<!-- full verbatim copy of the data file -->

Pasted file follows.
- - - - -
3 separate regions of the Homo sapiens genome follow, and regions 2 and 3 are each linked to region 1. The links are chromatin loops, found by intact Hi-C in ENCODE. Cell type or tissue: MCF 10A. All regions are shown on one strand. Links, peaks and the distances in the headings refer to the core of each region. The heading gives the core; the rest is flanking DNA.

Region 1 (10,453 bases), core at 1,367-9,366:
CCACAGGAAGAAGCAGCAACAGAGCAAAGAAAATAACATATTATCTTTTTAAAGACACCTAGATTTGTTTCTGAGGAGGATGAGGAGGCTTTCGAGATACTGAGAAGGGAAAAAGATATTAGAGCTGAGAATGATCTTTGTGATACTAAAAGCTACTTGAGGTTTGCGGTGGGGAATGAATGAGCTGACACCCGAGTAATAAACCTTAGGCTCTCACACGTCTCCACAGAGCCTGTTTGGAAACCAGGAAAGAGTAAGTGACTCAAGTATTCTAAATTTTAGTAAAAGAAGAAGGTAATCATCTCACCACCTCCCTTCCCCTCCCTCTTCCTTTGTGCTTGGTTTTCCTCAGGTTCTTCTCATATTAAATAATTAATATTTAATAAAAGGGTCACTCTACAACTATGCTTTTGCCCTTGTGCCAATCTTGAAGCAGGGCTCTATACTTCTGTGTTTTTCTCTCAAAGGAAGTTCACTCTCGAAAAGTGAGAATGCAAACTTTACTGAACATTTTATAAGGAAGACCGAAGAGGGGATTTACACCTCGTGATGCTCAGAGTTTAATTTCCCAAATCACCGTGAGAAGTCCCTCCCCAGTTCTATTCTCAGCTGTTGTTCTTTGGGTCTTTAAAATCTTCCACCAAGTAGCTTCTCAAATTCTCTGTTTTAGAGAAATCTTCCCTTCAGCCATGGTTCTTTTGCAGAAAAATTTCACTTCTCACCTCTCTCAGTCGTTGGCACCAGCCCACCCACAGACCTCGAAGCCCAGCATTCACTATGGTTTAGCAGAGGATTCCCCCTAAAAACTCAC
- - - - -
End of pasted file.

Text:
3 separate regions of the Homo sapiens genome follow, and regions 2 and 3 are each linked to region 1. The links are chromatin loops, found by intact Hi-C in ENCODE. Cell type or tissue: MCF 10A. All regions are shown on one strand. Links, peaks and the distances in the headings refer to the core of each region. The heading gives the core; the rest is flanking DNA.

Region 1 (10,453 bases), core at 1,367-9,366:
CCACAGGAAGAAGCAGCAACAGAGCAAAGAAAATAACATATTATCTTTTTAAAGACACCTAGATTTGTTTCTGAGGAGGATGAGGAGGCTTTCGAGATACTGAGAAGGGAAAAAGATATTAGAGCTGAGAATGATCTTTGTGATACTAAAAGCTACTTGAGGTTTGCGGTGGGGAATGAATGAGCTGACACCCGAGTAATAAACCTTAGGCTCTCACACGTCTCCACAGAGCCTGTTTGGAAACCAGGAAAGAGTAAGTGACTCAAGTATTCTAAATTTTAGTAAAAGAAGAAGGTAATCATCTCACCACCTCCCTTCCCCTCCCTCTTCCTTTGTGCTTGGTTTTCCTCAGGTTCTTCTCATATTAAATAATTAATATTTAATAAAAGGGTCACTCTACAACTATGCTTTTGCCCTTGTGCCAATCTTGAAGCAGGGCTCTATACTTCTGTGTTTTTCTCTCAAAGGAAGTTCACTCTCGAAAAGTGAGAATGCAAACTTTACTGAACATTTTATAAGGAAGACCGAAGAGGGGATTTACACCTCGTGATGCTCAGAGTTTAATTTCCCAAATCACCGTGAGAAGTCCCTCCCCAGTTCTATTCTCAGCTGTTGTTCTTTGGGTCTTTAAAATCTTCCACCAAGTAGCTTCTCAAATTCTCTGTTTTAGAGAAATCTTCCCTTCAGCCATGGTTCTTTTGCAGAAAAATTTCACTTCTCACCTCTCTCAGTCGTTGGCACCAGCCCACCCACAGACCTCGAAGCCCAGCATTCACTATGGTTTAGCAGAGGATTCCCCCTAAAAACTCAC